Small Companies-How Do You Sell Stubborn Owners?

The simple answer might be-leave them to their own devices! Owners got to be owners by taking risks, making tough decisions, being right more often than being wrong, having a good product, and decent to good distribution. Owners tend to separate themselves from the rest of corporate America. They know their business, their industry, their customers better than other people do so their attitude is “don’t mess with me or what I’m doing.”

OK then! I’ve dealt with my share of stubborn owners. They come with different attitudes:

  1. You (meaning everyone else) don’t know my business; you can’t help me.
  2. I’m doing alright; the economy is tough.
  3. I don’t have the money to make improvements.
  4. Our distribution channel(s) are doing alright; why mess with success?
  5. You want too much money.

You can’t dent the mental dam of the small business owner by telling them what they need to do to change, grow, re-think, etc. The arms will cross the chest, the scowl will appear, and the words “don’t need it/you” are beginning to form in the frontal lobe.

If you want to get a consulting project with the small business owner you might want to pull them in the opposite direction from where you really want them.  Pushing will get you nothing but blank looks. Try some of these during a sales call:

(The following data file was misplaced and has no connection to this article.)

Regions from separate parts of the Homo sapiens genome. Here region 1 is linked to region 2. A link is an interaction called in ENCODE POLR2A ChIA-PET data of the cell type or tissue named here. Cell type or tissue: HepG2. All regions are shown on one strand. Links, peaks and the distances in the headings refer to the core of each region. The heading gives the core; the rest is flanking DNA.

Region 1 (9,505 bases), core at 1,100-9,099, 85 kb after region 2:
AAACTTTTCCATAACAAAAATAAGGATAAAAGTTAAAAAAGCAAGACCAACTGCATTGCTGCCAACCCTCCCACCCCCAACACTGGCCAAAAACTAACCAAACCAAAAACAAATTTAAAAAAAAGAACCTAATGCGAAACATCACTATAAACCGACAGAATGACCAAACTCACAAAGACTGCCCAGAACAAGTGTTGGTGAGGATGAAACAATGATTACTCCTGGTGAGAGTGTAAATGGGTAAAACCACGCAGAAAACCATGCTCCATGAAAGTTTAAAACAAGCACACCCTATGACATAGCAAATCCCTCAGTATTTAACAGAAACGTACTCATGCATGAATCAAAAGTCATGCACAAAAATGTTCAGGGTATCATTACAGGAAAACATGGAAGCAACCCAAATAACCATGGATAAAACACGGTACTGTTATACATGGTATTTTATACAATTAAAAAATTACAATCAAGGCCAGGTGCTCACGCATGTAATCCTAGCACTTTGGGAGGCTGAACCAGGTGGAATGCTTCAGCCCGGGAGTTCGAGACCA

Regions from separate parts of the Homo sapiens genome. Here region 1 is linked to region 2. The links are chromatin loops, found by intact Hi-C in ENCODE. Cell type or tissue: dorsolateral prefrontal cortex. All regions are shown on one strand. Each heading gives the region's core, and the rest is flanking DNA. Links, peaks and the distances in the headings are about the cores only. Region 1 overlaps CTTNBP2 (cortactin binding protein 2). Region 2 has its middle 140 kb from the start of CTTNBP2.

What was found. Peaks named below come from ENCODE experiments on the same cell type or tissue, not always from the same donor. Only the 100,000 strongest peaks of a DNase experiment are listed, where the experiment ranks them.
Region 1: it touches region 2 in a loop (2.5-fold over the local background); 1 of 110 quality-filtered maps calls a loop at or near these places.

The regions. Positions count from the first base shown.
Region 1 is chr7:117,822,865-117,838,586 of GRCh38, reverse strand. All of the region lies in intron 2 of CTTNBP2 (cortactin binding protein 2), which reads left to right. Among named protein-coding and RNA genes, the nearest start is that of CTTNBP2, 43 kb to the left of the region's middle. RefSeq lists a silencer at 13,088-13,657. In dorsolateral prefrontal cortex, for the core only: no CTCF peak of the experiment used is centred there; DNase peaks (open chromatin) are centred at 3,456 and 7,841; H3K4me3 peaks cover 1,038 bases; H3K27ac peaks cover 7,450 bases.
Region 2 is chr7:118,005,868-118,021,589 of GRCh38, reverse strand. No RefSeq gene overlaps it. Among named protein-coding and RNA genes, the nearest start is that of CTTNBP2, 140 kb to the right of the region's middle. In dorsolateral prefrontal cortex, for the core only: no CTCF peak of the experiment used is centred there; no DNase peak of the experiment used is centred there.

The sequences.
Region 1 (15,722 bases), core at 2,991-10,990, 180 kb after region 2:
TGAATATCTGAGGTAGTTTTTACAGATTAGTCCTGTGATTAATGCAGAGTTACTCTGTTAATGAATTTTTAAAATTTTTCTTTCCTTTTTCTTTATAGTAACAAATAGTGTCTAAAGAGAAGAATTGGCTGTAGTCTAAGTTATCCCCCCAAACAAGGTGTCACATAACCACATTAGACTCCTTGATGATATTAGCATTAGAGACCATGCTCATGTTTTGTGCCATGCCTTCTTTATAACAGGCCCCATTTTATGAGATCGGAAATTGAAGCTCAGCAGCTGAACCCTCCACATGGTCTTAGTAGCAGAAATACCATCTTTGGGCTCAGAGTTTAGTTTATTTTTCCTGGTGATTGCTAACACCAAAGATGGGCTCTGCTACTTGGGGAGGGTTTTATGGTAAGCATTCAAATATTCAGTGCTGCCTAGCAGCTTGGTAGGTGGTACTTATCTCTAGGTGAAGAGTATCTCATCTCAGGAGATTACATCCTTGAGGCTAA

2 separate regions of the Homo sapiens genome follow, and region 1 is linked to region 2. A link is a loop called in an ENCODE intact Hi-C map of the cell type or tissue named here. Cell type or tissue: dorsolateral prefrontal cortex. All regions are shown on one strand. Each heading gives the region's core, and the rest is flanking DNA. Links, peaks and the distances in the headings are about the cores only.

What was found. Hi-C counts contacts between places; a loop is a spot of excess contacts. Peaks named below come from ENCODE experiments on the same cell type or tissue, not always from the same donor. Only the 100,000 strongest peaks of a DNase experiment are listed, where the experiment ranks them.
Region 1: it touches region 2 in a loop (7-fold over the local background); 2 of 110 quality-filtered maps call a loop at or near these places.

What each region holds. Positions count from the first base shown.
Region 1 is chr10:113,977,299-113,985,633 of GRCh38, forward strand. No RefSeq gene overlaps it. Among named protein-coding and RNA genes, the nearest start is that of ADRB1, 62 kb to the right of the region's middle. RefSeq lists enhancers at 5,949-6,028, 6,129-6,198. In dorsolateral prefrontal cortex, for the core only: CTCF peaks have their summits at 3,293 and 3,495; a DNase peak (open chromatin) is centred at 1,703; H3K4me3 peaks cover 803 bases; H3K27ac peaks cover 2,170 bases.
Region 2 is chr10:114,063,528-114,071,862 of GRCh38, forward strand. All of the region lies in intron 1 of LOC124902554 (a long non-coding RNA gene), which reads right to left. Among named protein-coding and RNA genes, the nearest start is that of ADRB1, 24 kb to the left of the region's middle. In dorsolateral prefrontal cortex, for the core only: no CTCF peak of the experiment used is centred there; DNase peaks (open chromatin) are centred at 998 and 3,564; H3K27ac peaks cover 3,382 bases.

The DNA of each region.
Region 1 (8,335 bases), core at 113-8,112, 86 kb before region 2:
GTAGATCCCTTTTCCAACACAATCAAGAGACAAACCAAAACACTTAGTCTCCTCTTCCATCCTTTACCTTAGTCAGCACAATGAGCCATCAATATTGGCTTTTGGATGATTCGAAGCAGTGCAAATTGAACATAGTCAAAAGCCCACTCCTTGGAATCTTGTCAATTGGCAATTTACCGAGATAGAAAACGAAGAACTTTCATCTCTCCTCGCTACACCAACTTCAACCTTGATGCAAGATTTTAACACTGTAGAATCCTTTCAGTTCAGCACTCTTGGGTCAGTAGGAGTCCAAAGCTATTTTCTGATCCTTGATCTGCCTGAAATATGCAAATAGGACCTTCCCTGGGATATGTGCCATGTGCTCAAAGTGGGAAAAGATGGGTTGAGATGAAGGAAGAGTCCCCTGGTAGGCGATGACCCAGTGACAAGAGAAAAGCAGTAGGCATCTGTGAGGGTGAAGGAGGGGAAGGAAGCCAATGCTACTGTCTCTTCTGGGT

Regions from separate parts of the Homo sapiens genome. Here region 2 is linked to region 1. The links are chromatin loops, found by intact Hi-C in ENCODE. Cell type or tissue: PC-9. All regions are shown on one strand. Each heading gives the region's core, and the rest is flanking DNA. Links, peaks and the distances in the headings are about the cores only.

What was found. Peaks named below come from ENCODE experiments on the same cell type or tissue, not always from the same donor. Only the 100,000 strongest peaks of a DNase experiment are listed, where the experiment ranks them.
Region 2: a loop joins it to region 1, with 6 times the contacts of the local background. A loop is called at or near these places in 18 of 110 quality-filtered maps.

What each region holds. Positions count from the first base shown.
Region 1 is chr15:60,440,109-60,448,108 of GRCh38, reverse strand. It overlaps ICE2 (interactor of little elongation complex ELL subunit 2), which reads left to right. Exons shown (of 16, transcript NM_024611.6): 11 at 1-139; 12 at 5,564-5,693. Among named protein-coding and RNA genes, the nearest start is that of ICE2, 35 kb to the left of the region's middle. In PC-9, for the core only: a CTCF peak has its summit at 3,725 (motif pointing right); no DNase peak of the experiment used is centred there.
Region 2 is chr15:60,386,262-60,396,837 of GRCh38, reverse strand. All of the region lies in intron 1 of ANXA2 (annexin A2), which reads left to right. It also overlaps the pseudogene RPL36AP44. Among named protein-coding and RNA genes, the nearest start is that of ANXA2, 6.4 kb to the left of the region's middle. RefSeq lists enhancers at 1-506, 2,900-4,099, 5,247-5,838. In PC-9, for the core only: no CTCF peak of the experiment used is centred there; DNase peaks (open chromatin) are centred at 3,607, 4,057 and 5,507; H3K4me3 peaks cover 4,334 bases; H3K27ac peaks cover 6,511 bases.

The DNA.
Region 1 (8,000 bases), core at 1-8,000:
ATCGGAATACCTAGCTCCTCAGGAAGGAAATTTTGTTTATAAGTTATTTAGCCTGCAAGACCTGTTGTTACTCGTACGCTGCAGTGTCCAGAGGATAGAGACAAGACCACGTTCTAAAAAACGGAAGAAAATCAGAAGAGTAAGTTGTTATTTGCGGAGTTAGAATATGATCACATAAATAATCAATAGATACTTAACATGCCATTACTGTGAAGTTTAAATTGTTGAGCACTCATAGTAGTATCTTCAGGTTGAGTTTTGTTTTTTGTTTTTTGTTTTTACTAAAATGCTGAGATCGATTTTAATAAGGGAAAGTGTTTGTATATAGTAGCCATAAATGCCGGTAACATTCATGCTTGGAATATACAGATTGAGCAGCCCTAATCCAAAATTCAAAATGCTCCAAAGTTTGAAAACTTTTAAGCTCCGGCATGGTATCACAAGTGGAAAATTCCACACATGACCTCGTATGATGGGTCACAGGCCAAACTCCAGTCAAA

1. “From my experience, business owners like yourself don’t want anyone from outside the organization giving advice”.
  2. “Why is it that so many small business owners resist common sense advice from consultants?”
  3. “Business owners tend to run their businesses with blinders on. Why is that?”
  4. “Businesses fail to grow for a couple of reasons. Business owners won’t take advice, sales are flat and going nowhere, or the margins are too thin. Do any of those apply to your business?”

It is human nature to prove someone wrong. More often than not if a business owner is told something about themselves or their business that they disagree with they will produce an argument to refute the statement. Once that happens the close is a little easier to pursue.

In Thursday’s post I’ll provide information on how businesses can “find” money they did not know they had.


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